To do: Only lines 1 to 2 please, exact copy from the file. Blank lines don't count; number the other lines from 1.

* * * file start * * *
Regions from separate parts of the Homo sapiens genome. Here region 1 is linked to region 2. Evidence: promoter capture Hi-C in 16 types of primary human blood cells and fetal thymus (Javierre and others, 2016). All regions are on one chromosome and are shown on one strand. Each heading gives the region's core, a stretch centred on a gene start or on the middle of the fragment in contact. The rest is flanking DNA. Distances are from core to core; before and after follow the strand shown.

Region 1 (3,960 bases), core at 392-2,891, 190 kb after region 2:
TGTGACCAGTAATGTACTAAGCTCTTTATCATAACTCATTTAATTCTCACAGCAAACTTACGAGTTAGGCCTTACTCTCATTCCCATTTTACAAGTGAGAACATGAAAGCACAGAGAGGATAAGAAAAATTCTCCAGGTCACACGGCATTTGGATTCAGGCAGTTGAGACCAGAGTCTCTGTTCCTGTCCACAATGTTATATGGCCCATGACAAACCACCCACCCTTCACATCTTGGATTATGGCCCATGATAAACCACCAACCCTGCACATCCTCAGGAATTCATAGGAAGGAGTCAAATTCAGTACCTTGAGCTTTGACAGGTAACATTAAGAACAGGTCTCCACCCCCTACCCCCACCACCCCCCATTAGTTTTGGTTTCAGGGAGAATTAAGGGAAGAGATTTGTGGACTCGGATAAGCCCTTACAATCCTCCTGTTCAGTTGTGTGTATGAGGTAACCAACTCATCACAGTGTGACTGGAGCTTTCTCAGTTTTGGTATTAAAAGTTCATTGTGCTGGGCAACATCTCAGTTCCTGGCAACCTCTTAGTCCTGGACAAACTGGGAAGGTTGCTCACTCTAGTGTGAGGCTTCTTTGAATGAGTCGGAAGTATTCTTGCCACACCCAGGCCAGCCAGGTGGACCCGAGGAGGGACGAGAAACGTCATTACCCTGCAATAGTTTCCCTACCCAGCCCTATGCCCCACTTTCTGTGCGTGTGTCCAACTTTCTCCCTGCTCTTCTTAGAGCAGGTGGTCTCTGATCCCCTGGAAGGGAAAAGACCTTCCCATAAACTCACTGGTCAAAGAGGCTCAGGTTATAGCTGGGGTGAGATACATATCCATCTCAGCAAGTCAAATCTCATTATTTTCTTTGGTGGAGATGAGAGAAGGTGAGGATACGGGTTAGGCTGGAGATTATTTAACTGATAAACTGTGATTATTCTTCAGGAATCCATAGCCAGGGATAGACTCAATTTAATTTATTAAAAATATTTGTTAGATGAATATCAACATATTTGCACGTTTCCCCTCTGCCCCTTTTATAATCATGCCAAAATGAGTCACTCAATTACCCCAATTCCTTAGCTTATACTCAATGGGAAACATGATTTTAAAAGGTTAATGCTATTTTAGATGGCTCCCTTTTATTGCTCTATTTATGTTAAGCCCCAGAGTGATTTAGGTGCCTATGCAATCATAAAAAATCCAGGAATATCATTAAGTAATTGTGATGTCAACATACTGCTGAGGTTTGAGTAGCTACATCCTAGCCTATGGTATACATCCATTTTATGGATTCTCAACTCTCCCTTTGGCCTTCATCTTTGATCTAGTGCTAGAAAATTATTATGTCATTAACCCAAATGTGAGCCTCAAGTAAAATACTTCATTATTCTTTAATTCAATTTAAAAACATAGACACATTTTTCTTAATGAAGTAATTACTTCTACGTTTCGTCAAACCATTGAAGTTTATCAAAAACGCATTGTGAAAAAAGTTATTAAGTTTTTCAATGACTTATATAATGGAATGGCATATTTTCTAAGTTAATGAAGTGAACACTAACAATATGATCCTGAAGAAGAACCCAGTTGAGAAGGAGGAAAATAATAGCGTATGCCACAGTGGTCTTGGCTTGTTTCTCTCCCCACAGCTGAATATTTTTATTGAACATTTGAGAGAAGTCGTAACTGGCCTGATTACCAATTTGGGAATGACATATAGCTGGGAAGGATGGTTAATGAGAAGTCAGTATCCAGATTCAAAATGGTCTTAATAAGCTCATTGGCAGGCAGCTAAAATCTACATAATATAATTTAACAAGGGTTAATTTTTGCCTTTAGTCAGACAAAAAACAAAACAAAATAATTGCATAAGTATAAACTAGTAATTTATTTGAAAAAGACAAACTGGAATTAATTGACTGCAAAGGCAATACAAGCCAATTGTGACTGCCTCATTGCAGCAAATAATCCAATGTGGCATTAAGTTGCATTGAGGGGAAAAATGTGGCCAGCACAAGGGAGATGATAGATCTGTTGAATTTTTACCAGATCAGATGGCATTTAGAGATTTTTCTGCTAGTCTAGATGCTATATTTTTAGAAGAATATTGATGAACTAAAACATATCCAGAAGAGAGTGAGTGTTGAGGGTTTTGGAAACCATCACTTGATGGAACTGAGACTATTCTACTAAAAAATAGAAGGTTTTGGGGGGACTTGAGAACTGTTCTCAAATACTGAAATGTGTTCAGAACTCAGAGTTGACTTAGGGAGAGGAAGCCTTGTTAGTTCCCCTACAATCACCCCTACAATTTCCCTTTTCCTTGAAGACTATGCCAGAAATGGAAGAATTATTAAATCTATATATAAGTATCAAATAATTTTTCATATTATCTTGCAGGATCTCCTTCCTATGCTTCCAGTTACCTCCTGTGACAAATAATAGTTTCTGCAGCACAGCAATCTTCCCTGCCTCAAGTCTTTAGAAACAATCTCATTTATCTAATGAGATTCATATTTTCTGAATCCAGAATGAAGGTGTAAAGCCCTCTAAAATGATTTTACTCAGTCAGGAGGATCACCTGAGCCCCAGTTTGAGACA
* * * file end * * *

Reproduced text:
Regions from separate parts of the Homo sapiens genome. Here region 1 is linked to region 2. Evidence: promoter capture Hi-C in 16 types of primary human blood cells and fetal thymus (Javierre and others, 2016). All regions are on one chromosome and are shown on one strand. Each heading gives the region's core, a stretch centred on a gene start or on the middle of the fragment in contact. The rest is flanking DNA. Distances are from core to core; before and after follow the strand shown.

Region 1 (3,960 bases), core at 392-2,891, 190 kb after region 2: